Pound v Euro forecast: UK employment data doesn’t bode well

Euro Continues to Slide Against the Pound

For today’s Pound v Euro forecast, we’ll examine how GBP/EUR rates fell, as UK employment data showed wage growth for March came out lower than expected.

There was a reading of 3.2% for the first quarter of 2019, compared to the markets’ prediction of 3.4%, and also down against the three months to February’s figure of 3.5%.

The employment data today also showed that employment growth slowed to 99,000, which was some way short of the forecast of 135,000.

Wage growth and employment in the UK had grown throughout 2018, despite the uncertainty caused by the merry-go-round of Brexit talks. Confirmations of these falls in numbers at the start of 2019 have signalled a possible start to a tempestuous period for the wider economy.

Brexit cross-party talks

This afternoon, Shadow Chancellor John McDonnell poured cold water on market hopes of a positive conclusion to the cross-party Brexit talks, saying that “There has been no significant shift by the government.”

Only two weeks ago, I reported that the rumours of positive talks between the Tories and Labour had pushed the Pound to a 1-month high, reaching 1.1720. However, there was nothing certain regarding the rumours and, knowing the history of Brexit events, nothing should be taken for granted, which has proved to be the case.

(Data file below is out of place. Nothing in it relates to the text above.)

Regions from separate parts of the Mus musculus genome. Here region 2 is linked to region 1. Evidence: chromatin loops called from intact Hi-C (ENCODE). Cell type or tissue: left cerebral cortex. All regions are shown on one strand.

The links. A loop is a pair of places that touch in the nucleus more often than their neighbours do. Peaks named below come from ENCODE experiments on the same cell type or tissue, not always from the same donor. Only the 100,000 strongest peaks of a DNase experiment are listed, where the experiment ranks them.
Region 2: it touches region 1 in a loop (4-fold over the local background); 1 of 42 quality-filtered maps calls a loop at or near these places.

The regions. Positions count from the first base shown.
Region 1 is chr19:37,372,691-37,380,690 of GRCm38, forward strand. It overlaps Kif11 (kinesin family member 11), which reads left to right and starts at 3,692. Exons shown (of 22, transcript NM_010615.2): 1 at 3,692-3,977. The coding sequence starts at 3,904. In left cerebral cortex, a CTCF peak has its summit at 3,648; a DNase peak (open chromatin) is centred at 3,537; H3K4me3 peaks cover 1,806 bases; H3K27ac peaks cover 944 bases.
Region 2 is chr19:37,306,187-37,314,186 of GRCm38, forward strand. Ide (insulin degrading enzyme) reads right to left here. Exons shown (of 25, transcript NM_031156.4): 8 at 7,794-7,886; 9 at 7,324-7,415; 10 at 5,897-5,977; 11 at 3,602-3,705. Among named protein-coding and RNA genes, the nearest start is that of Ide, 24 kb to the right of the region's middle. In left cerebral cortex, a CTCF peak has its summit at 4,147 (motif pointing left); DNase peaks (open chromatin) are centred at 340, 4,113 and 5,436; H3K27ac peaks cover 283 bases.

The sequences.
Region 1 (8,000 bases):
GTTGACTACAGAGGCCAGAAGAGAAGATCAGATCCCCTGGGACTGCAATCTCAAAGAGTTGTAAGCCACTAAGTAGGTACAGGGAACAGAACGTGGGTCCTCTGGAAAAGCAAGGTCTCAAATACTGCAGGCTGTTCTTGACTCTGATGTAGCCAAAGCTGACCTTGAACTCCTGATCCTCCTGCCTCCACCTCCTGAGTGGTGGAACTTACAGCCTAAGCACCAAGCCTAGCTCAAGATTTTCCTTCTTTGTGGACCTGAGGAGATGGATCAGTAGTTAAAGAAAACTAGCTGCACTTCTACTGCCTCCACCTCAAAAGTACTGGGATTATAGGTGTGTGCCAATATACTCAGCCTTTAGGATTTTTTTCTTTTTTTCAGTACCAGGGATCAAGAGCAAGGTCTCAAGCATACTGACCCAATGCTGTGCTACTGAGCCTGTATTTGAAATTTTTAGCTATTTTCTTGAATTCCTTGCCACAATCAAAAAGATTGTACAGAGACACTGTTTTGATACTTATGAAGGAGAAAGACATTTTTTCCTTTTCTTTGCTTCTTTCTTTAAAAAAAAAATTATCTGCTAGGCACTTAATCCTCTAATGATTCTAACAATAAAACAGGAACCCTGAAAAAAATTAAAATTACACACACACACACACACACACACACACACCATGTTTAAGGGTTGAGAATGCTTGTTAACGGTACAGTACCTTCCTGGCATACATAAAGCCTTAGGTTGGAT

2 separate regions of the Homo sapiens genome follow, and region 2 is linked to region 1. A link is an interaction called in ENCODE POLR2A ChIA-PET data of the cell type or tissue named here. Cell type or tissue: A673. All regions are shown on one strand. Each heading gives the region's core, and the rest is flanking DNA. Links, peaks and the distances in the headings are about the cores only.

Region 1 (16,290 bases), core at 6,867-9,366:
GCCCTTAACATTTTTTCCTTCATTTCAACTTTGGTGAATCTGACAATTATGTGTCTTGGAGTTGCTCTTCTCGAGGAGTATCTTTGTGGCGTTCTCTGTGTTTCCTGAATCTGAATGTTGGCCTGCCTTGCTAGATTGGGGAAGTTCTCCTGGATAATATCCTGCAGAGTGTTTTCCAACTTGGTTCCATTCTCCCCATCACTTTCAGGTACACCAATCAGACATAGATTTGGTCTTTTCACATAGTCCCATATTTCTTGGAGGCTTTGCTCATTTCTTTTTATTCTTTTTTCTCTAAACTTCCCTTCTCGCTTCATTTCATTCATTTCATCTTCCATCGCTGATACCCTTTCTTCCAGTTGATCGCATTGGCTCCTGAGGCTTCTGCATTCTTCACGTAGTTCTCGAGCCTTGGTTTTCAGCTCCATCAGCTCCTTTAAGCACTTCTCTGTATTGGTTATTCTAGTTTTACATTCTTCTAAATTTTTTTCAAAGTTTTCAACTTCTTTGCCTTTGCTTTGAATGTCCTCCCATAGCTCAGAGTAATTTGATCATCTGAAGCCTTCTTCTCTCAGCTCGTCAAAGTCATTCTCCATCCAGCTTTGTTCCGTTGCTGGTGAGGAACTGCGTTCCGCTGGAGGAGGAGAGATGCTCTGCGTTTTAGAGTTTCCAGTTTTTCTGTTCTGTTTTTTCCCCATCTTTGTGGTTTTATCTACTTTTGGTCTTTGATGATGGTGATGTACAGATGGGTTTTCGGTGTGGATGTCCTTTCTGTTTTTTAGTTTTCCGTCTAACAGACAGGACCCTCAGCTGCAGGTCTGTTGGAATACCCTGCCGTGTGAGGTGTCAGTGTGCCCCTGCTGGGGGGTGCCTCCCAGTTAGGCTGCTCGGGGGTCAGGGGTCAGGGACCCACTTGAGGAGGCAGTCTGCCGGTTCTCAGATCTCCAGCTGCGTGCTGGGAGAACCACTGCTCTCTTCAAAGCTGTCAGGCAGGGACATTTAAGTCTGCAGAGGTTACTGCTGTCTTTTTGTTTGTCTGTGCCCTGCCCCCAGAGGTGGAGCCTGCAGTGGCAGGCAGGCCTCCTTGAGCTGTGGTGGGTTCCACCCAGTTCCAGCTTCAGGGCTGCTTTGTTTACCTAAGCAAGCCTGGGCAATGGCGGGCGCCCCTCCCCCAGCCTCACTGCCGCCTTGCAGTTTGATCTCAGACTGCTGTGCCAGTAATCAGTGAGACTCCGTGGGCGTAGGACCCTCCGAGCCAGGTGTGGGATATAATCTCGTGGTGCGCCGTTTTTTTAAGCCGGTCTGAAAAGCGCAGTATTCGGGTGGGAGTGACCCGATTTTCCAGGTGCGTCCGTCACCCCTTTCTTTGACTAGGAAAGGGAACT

Today’s double blow of negative news has pushed the Pound down to its lowest levels against the Euro of 1.1502. This equals an 8-week low, a massive blow to the outlook for the Pound.

Buy Euros rates still higher than 2018 average

It is worth pointing out that the current lows still leave the rate 2 cents above the 2018 average of 1.13. So, despite the disappointment of seeing the Pound lose ground from the highs seen this year, a purchase made now is still likely to cost you a significant amount less now than for the majority of 2018.

There’s no sign of a Brexit deal being reached any time soon (if ever), and almost certainly not before next week’s European elections. Prime Minister Theresa May was keen to avoid this, with her party not expecting to fair well.

The Pound could be in for a not-so-encouraging second and possibly third and fourth quarter, if we do not see a change. Otherwise, we could have seen the best of the Pound already this year.

Feel free to contact me directly if you’d like to discuss these factors, and the potential impact they could have on your currency transfer. You can email me directly here.